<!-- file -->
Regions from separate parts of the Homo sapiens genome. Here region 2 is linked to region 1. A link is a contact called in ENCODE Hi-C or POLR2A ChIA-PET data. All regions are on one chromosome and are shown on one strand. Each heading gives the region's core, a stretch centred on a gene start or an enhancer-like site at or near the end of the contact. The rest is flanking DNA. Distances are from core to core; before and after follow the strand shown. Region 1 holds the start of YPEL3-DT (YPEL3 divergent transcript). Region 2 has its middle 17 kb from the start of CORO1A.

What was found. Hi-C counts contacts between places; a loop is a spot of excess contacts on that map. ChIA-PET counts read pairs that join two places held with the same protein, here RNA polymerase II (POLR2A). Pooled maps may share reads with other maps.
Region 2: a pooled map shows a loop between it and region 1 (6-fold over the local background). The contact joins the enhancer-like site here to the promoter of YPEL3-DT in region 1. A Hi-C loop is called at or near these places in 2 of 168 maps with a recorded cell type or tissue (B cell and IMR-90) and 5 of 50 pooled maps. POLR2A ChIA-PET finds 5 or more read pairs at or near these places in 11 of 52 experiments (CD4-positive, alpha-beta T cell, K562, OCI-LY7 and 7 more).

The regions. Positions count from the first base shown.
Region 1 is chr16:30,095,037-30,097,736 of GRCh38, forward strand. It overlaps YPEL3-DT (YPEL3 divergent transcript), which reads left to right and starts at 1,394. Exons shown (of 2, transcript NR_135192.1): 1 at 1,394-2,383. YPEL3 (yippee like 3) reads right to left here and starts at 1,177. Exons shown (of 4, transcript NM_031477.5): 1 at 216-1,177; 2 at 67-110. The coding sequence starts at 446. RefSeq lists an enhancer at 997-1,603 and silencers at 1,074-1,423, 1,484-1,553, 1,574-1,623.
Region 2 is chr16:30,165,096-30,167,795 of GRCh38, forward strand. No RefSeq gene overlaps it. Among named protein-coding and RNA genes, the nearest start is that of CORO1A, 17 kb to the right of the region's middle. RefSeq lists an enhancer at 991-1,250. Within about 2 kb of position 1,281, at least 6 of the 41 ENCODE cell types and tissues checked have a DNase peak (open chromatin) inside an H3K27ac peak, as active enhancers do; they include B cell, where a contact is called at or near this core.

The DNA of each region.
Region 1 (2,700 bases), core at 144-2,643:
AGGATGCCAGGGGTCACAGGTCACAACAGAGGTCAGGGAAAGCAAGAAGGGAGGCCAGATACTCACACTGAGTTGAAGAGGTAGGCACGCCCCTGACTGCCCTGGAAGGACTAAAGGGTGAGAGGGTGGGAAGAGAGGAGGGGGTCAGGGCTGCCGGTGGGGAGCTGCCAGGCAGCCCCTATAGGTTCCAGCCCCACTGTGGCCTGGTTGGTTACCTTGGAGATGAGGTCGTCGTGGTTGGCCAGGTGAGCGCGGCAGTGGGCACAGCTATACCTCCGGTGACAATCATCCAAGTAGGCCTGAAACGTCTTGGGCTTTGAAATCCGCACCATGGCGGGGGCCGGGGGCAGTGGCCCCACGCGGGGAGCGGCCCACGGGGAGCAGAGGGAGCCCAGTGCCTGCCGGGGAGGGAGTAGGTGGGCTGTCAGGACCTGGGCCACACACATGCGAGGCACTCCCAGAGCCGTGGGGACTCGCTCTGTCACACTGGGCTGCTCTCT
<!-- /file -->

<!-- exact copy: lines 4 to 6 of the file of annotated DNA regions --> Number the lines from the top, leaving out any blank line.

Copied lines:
The regions. Positions count from the first base shown.
Region 1 is chr16:30,095,037-30,097,736 of GRCh38, forward strand. It overlaps YPEL3-DT (YPEL3 divergent transcript), which reads left to right and starts at 1,394. Exons shown (of 2, transcript NR_135192.1): 1 at 1,394-2,383. YPEL3 (yippee like 3) reads right to left here and starts at 1,177. Exons shown (of 4, transcript NM_031477.5): 1 at 216-1,177; 2 at 67-110. The coding sequence starts at 446. RefSeq lists an enhancer at 997-1,603 and silencers at 1,074-1,423, 1,484-1,553, 1,574-1,623.
Region 2 is chr16:30,165,096-30,167,795 of GRCh38, forward strand. No RefSeq gene overlaps it. Among named protein-coding and RNA genes, the nearest start is that of CORO1A, 17 kb to the right of the region's middle. RefSeq lists an enhancer at 991-1,250. Within about 2 kb of position 1,281, at least 6 of the 41 ENCODE cell types and tissues checked have a DNase peak (open chromatin) inside an H3K27ac peak, as active enhancers do; they include B cell, where a contact is called at or near this core.